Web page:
Uyen “Amelia” Nguyen ’20, an international student from Vietnam, has happily given in to the lure of science.
“Science can be very mysterious,” Nguyen, says. “The more I get into it, the more it tricks me into wanting to learn more. Back in Vietnam, I studied a lot of science, which made it easier when I came here. And the more I studied here, the more I understood the concepts and how they applied to real life, and that made me eager to get into it even more.”
Nguyen, a biotechnology major, gets to apply the scientific concepts she has learned in her Worcester State classes at her 20-hour-a-week co-op job as a lab assistant for Medica Corp., a maker of medical diagnostic equipment, in Burlington, Mass.
She mainly does blood-serum testing on various analyzers, looking for sodium, potassium, and chloride levels and the like, as well as other routine tests. They are important tasks, albeit somewhat repetitive, but she enjoys it, nevertheless. Where she really shines, however, is working with the Medica scientists when they ask her to help them with their experiments.
“I like doing the routine tests, but sometimes they ask me to help come up with experiments,” she says. “The days when I help the researchers are the most interesting. It’s always challenging, but it really helps me learn and grow.”
Nguyen plans to take a gap year after graduation, with a long-term goal of applying to medical school or a physician’s assistant program. She says her commitment to the medical field deepened as she watched frontline medical personnel respond so bravely to the COVID-19 crisis.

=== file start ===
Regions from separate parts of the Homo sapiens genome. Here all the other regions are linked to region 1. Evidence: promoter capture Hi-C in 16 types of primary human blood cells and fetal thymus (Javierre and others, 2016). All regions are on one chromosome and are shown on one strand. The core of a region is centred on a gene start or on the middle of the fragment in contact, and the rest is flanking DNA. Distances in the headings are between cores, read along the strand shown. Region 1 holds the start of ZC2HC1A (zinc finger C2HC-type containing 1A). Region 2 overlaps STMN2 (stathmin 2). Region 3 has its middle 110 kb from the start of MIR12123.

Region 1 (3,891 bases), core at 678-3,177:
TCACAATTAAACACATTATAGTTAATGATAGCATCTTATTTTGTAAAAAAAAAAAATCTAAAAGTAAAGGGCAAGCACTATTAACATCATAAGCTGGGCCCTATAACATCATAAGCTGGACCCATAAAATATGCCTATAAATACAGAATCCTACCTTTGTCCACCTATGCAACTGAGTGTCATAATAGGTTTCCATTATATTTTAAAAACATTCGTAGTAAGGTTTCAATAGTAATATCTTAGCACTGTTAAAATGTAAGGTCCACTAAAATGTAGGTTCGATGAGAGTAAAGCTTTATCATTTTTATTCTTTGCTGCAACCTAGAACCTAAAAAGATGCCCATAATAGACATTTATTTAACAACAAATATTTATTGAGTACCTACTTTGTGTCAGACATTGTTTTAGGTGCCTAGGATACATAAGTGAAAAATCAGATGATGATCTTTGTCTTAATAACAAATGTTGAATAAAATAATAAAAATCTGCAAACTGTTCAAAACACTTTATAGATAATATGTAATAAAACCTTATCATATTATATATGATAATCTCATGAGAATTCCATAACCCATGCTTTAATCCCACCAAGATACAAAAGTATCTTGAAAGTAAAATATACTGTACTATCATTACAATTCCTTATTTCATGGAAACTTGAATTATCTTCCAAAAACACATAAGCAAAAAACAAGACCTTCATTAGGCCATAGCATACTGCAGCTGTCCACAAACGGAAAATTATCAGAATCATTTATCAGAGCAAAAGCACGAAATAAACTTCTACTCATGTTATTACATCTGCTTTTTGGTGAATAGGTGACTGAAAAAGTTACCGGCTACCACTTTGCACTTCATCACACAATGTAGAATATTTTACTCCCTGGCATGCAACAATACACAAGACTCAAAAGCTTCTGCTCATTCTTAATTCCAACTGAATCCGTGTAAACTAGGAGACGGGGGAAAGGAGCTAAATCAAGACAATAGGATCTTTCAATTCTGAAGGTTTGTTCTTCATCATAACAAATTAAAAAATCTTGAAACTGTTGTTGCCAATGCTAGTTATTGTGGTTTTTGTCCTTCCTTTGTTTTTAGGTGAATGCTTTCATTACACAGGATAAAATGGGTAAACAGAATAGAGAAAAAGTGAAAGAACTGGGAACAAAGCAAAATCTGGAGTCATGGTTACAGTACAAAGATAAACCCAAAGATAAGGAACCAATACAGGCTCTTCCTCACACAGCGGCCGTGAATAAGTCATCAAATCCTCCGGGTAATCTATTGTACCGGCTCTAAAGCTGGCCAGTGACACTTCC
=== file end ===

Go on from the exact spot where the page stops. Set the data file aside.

“It’s a really hard time for them right now,” she says. “They are working sometimes 100 hours a week, and when I see them on the news, it’s hurtful because they are so worried about their children and trying to isolate themselves to make sure their families are OK.”
Seeing those great personal challenges, does she still look forward to going into the field?
“Absolutely,” she says. “It’s a marvel. They sacrifice for other people and when I look at them, I think, ‘I want to be like that, doing good for others, too.’ It gives me more motivation to continue on to a physician’s assistant school or medical school.”
Nguyen first came to the United States five years ago to study at a community college in Seattle. She transferred to Worcester State as a junior after being encouraged to do so by an aunt who lives five minutes away from Worcester State.
“I came to visit her and she’s, like, ‘there’s a school really close to here and it’s very good, too, so come here and study.’ So, I applied, and I got into the biology and biotechnology programs. Everything just came together,” she says.
Nguyen says her Worcester State experience has prepared her well to aim high and reach for her goals.
“I really appreciate the professors and the other students who have helped me to get through and get my bachelor’s degree,” she says. “All my professors are very devoted and have been very helpful.” Her advisor, Roger Greenwell, Ph.D., associate professor of biology, has been especially supportive.
“My advisor really cares for students,” she says. “He checks in with me often to ask how I’m doing, whether I have any struggles, or need any help. And he’s really passionate about science and what he’s doing, and that has been inspiring for me.”
Beyond the Classroom
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